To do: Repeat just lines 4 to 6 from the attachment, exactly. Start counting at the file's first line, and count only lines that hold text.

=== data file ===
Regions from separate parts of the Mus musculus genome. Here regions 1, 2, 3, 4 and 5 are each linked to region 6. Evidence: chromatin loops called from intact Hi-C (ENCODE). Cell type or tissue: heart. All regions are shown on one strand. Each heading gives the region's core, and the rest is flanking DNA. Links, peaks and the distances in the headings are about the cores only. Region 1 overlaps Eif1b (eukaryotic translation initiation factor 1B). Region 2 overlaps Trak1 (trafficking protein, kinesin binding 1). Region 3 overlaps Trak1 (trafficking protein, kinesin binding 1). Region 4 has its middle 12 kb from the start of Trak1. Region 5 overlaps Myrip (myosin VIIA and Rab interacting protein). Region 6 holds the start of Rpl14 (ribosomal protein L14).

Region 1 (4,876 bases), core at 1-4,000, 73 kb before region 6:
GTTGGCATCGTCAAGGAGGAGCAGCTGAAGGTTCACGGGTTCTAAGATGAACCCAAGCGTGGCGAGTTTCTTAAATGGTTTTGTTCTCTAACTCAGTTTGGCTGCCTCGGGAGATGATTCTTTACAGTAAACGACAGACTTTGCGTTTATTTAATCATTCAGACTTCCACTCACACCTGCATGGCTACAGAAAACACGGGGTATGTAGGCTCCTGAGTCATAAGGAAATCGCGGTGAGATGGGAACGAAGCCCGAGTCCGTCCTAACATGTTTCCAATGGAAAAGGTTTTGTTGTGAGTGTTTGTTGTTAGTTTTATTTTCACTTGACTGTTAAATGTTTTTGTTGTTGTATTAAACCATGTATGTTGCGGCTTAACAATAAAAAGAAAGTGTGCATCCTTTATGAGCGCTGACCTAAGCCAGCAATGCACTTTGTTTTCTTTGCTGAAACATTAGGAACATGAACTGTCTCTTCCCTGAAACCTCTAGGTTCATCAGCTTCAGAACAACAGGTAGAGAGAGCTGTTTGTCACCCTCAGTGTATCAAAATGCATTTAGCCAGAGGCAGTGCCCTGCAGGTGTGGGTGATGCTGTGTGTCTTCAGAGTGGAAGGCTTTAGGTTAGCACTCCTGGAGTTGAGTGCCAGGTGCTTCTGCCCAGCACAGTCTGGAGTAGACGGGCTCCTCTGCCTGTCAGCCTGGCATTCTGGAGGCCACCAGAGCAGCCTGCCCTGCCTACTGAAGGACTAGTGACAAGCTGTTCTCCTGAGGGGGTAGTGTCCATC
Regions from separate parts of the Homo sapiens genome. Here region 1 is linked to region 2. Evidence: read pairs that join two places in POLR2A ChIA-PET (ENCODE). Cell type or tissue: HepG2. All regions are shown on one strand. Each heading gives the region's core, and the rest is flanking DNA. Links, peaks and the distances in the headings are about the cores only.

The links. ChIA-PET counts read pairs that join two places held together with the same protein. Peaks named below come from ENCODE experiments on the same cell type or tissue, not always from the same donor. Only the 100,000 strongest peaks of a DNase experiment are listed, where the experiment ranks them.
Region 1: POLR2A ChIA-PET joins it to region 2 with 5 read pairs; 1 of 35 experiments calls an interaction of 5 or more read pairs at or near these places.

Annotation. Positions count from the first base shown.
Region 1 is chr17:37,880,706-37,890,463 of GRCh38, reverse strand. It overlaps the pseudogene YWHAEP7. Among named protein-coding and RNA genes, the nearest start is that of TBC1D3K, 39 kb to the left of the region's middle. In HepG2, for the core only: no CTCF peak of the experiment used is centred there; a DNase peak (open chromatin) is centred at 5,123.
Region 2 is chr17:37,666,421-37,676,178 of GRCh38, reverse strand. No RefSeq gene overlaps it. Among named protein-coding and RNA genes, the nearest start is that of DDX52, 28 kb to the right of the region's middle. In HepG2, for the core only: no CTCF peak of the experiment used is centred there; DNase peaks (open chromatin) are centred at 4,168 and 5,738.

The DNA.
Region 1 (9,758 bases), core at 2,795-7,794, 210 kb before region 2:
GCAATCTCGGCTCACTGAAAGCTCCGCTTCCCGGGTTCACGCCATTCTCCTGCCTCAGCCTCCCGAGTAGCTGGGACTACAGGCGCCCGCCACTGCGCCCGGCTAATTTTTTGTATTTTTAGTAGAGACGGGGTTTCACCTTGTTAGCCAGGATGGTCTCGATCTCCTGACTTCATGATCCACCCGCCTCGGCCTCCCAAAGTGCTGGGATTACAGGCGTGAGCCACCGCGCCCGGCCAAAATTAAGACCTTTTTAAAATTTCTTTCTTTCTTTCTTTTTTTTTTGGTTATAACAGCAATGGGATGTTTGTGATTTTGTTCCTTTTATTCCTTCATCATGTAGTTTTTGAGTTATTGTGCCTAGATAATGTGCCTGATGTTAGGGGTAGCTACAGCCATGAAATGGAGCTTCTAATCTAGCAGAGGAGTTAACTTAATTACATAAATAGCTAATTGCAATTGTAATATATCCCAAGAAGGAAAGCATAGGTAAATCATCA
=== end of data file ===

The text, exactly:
Regions from separate parts of the Homo sapiens genome. Here region 1 is linked to region 2. Evidence: read pairs that join two places in POLR2A ChIA-PET (ENCODE). Cell type or tissue: HepG2. All regions are shown on one strand. Each heading gives the region's core, and the rest is flanking DNA. Links, peaks and the distances in the headings are about the cores only.

The links. ChIA-PET counts read pairs that join two places held together with the same protein. Peaks named below come from ENCODE experiments on the same cell type or tissue, not always from the same donor. Only the 100,000 strongest peaks of a DNase experiment are listed, where the experiment ranks them.
Region 1: POLR2A ChIA-PET joins it to region 2 with 5 read pairs; 1 of 35 experiments calls an interaction of 5 or more read pairs at or near these places.